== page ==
The 8 Paradigm Shifts at the Heart of REconomy
By rob hopkins 6th May 2015
For the next two months here we will be talking REconomy, looking in depth at this aspect of Transition which is about creating new enterprises, new economies, new livelihoods. We’ll talk to entrepreneurs, to people in local authorities embracing this approach, to people about to launch local currencies, to people around the world working to make this happen. Something remarkable and vital is happening, and we want you to be blown away by it.
When I visit Transition groups around the world, I hear many of the same questions over and over. “How do we engage a wider cross-section of our community?”/”how do we make a living out of this stuff?”/”how do we build stronger bridges to the local council and local businesses?”
REconomy is one of the best responses to all these questions, offering a series of activities, and a fresh way of thinking that meets more widely perceived needs, while also building a real relevance to far more people than just talking abstractly about “building local resilience”. It’s the invitation to shift our thinking, shift what we do, and step up in truly exhilarating ways.
Central to it is the idea that WE can do this, that creating the new economy that better meets our needs starts with us, here, now. In terms of what REconomy is, I will assume by this stage you are familiar with the general idea, and if not here is Fiona Ward to give you an introduction:
For me, there are several key leap forwards at the heart of REconomy, steps away from what is expected of those working to make the world a better place, which have huge promise in terms of scaling the ideas at its heart up to another level. Let’s go through them one by one:
1. From “anywhere” to “here”: one key aspect of REconomy is that it is about economics that are rooted in place. Most business responses, such as those being touted by candidates in the runup to the Election, have no sense of place. ASDA’s solution to providing food to people, for example, looks exactly the same wherever in the country you find it. But REconomy enterprises emerge from, and embody the places from which they emerge. For example, Brixton Energy could only have come from Brixton and is embedded in it.
The same applies for many of the examples below, mostly drawn from the UK: it’s about creating a new economy that’s rooted in the place, the culture, the history, the hopes and dreams of a particular place. One example of this is in the role that local currencies play in celebrating local history and culture. For example, the Exeter Pound, set to launch September 1st, will feature on its £5 note Adam Stansfield (see below), former Exeter City number 9 who died young from cancer, and whose Number 9 shirt was then retired. Much of the football club’s fundraising work has since been around cancer prevention, in his memory. The story of the Exeter Pound, and how they are, from the start, rooting it in the local community, is told in our Exeter Pound podcast.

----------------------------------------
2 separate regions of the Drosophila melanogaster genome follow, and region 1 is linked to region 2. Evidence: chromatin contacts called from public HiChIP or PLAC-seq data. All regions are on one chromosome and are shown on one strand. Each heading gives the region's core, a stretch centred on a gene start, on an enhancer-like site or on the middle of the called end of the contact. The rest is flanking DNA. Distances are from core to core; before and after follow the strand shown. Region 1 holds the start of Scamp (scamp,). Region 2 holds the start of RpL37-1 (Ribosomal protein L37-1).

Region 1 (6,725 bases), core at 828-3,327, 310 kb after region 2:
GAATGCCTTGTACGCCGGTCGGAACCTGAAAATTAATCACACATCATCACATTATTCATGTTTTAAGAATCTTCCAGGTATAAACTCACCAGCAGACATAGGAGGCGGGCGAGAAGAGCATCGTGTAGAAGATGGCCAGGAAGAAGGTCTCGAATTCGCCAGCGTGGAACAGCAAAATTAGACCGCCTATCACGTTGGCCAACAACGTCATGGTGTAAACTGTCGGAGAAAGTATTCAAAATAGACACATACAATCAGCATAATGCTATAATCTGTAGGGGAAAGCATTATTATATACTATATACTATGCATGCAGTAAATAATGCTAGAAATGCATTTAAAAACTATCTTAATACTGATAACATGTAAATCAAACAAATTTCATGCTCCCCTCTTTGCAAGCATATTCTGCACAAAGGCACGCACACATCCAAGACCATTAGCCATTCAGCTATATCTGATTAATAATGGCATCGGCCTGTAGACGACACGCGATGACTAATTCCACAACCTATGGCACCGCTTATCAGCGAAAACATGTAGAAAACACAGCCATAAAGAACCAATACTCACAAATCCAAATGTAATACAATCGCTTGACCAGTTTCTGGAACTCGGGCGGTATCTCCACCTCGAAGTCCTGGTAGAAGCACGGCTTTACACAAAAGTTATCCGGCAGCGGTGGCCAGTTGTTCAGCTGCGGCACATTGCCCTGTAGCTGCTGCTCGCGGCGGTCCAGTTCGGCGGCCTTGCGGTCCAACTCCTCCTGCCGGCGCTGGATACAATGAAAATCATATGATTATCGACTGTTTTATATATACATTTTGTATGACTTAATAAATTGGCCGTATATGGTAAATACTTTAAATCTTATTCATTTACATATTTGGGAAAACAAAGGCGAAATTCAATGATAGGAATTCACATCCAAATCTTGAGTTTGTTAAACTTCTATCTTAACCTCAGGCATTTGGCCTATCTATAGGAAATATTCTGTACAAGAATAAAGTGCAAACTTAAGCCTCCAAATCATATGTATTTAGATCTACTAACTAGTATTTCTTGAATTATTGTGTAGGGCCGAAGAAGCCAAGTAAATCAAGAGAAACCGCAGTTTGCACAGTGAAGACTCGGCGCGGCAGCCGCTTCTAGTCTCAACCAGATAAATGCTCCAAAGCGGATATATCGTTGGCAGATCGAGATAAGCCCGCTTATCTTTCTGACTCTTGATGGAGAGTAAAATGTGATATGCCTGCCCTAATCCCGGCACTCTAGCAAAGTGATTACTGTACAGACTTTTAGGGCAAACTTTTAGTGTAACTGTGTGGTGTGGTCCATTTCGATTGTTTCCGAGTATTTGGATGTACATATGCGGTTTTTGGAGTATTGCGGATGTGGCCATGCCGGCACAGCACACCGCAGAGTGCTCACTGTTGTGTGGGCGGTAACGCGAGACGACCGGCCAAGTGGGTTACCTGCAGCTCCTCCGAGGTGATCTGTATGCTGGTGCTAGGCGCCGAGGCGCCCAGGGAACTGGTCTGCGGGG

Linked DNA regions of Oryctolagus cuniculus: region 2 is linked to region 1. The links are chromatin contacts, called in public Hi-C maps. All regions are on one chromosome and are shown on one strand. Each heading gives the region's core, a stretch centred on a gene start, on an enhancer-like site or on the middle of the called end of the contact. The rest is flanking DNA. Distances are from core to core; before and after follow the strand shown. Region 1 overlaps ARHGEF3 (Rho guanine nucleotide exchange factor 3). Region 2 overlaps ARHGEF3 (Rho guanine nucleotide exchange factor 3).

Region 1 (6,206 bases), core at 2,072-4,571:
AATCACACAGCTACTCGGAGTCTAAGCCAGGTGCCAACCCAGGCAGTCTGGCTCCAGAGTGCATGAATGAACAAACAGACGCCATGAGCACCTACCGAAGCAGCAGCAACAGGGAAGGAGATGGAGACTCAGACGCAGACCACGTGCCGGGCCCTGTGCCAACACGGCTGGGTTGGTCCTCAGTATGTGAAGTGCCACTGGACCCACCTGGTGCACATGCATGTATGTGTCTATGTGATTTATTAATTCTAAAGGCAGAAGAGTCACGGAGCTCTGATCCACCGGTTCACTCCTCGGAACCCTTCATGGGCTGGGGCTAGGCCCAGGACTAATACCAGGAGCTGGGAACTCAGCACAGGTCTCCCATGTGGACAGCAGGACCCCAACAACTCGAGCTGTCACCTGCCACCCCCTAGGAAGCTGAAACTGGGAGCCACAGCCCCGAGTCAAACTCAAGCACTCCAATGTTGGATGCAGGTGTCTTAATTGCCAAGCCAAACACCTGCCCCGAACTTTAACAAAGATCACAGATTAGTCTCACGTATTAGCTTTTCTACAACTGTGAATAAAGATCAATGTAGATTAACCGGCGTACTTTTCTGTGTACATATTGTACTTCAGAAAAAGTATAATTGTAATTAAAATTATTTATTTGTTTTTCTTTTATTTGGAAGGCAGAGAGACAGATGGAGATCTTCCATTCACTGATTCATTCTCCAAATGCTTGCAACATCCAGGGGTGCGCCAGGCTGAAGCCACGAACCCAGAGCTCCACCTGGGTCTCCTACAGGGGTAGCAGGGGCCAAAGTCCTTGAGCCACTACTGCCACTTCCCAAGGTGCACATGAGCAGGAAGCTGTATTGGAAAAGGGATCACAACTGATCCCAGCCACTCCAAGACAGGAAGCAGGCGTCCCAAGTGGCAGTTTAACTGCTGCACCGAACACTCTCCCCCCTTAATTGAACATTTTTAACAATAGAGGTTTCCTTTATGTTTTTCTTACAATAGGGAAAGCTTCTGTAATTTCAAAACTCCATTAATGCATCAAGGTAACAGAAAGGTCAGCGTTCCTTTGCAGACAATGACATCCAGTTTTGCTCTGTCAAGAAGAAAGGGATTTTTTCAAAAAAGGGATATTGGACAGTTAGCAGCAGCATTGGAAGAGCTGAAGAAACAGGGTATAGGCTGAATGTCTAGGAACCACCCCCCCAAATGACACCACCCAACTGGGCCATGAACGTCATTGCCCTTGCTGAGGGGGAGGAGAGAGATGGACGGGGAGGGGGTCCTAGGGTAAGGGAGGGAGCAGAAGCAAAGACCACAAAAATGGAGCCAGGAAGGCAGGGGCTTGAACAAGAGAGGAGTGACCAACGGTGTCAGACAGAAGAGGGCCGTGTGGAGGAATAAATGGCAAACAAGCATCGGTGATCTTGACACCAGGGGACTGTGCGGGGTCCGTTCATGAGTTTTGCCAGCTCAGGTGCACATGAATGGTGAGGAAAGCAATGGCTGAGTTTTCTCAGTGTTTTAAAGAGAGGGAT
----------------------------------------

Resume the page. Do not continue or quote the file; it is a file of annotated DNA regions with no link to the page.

2. From theirs to ours: who owns the key assets in a community plays a big role in who is able to meaningfully affect change there. Transition is very ambitious, wanting to change the way the places we live feed themselves, house themselves, employ themselves, power themselves. Being able to do that requires access to more capital, popular support and ability to move fast and to make things happen than we are used to. While owning assets brings risks, it also brings opportunities.
This is particularly important in the context of austerity and local authorities keen to jettison responsibility for land, buildings and other assets, there is an opportunity for community groups, whether actual Transition groups, or Transition-informed community groups, to begin to pull together a portfolio of assets which can then be used as the foundation for doing other projects. The community ownership of assets is a key strand of the REconomy approach.
3. From “divest” to “reinvest”: the divestment movement is gathering pace around the world as the message sinks in that if you hold investments in fossil fuels, you want to be among the first out of them, not among the last still holding onto them. Many individuals and organisations now find themselves rethinking where and how to invest. Community renewables have created the most ambitious investment opportunities for people so far.
For example, Bath & West Community Energy have thus far, including groups they have partnered with, raised nearly £10 million through 7 community share offers, ranging from £350,000 to nearly £3 million. West Solent Solar, which grew out of New Forest Transition, raised £2.5 million for a community solar farm. In Belgium, Vin de Liege, which emerged from Liege en Transition, raised €2million to create a community vineyard.